Joseph Stalin is considered to be one of the most ruthless, powerful, and blood thirsty dictators in world history. The Russian leader combined his Marxist and Leninist beliefs into his own political theory known as “Stalinism”. His domestic agenda reflected his desire to move the Soviet Union from being reliant on agriculture to a more industrialized nation. The dictator’s repressive policies were a key factor in the devastating famine of 1933-34. Stalin also systematically disposed of his enemies in operations such as the Great Purge in which countless Russians were imprisoned, exiled, or killed. Although at the beginning of World War II Stalin entered into a pact with the Nazi regime, Hitler invaded Russia in 1941 thus beginning a long and bloody conflict between the two powers.
5. Albania – Enver Hoxha
The authoritative regime of communist dictator Enver Hoxha lasted over forty years from 1944 until his death in 1985. Politically Hoxha subscribed to an anti-revisionist Marxism–Leninism ideology. The leader wielded his power by maintaining an image of charismatic authority over the country’s citizens. Hoxha ran the government without respect for the rule of law, democracy, and personal freedoms. Imprisonment, court trails merely for show, and torture were all routine practices. Any dissent was subject to severe punishment including being sentenced to a forced labor camp or execution. Hoxha’s policies included repressive control of the media, a clamp down on traveling abroad, and, in an effort to discourage the influence of Islam, beards were banned.
4. Equatorial Guinea – Francisco Macias Nguema
Equatorial Guinea is a small nation located on the western coast of Africa. Francisco Macias Nguema held the position as the country’s first Prime Minister in 1968. His regime lasted until a political coup in 1979. Nguema became an orphan at a young age when his father, an alleged witch doctor, was murdered by Spanish authorities. Shortly afterward, he lost his mother to suicide. After Nguema embarked on a political career he served in a variety of positions including as mayor, territorial member of parliament, and deputy prime minister. Free elections were held in 1968 and Nguema then rose to the rank of head of state. From this point onward the leader moved to afford himself extensive political power over all branches of government. In 1972, after merging all of the country’s political parties into the United National Party, Nguema was given the distinction of President for Life and was afforded absolute power over the nation. Violence played an important role in Nguema’s regime and he is said to have ordered countless families killed and entire villages destroyed. A factor which might’ve influenced Nguema and help explain some of his strangest edicts was his steady consumption of cannabis and other various psychedelic substances.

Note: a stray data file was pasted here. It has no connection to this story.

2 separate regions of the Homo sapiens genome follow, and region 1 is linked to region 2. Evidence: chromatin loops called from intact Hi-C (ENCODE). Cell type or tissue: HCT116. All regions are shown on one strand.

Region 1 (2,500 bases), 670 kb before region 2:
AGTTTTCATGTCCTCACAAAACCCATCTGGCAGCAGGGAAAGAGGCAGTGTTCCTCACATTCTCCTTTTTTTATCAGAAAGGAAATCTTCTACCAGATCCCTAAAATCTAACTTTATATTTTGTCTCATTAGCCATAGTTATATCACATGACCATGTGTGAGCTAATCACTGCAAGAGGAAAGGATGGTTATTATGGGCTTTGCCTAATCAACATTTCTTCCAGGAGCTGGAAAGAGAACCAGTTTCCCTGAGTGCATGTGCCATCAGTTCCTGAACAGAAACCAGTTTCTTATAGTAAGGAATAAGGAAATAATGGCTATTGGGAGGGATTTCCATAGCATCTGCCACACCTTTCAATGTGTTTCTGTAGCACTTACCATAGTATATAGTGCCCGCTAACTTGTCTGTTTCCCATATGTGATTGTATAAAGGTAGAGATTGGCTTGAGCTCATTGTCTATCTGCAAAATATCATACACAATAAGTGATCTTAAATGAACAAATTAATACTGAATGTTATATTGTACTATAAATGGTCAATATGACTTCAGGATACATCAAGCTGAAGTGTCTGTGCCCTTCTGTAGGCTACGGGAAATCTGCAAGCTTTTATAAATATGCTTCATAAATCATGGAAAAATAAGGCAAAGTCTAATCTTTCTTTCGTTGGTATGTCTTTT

3. Vietnam – Hồ Chí Minh
Hồ Chí Minh was a communist leader who began his career as the Chairman and First secretary of the Worker’s Party of Vietnam. As a young man, Hồ Chí Minh studied and worked in numerous foreign countries including France, the U.S., the U.K., the Soviet Union, and China. Various military campaigns and frequent violence marked the rule of Hồ Chí Minh and his efforts to secure Vietnam’s quest for independence. After the leader’s death in 1976, the Vietnamese city of Saigon was renamed Hồ Chí Minh City in his honor. The late leader also has a museum dedicated to his life and achievements and appears on the nation’s currency.
2. China – Mao Zedong
Chairman Mao Zedong played a major role in shaping China into the super power it has become today. The communist revolutionary/poet/political theorist/ military strategist served as Chairman of the Central Committee of the Communist Party of China from 1949 until his death in 1976. Early on in his rule, he ordered the mass killing of his political enemies whom he referred to as “counterrevolutionaries”. It’s estimated that during this 1949 purge, between two and six million people lost their lives. Zedong’s attempts to move China’s economy away from being an agriculturally based one toward the development of various industries contributed to a devastating country wide famine which cost some fifteen to fifty five million citizens their lives.
1. Venezeula – Hugo Chávez
Hugo Chávez ruled the South American nation of Venezeula as its President from 1999 to 2013. A former member of the nation’s military, Chavez went on to found the “Revolutionary Bolivarian Movement-200”. After a failed coup he received a prison sentence but was released after two years. Chavez then went on to form the Fifth Republic Movement and in 1998 was elected for the first time as Venezuela’s president. Politically the leader implemented an array of anti-imperialist policies which were often at odds with U.S. interests. During his time in office, society in Venezeula was characterized by high rates of crime, prison overcrowding, corruption, a booming drug trade, and widespread crippling poverty.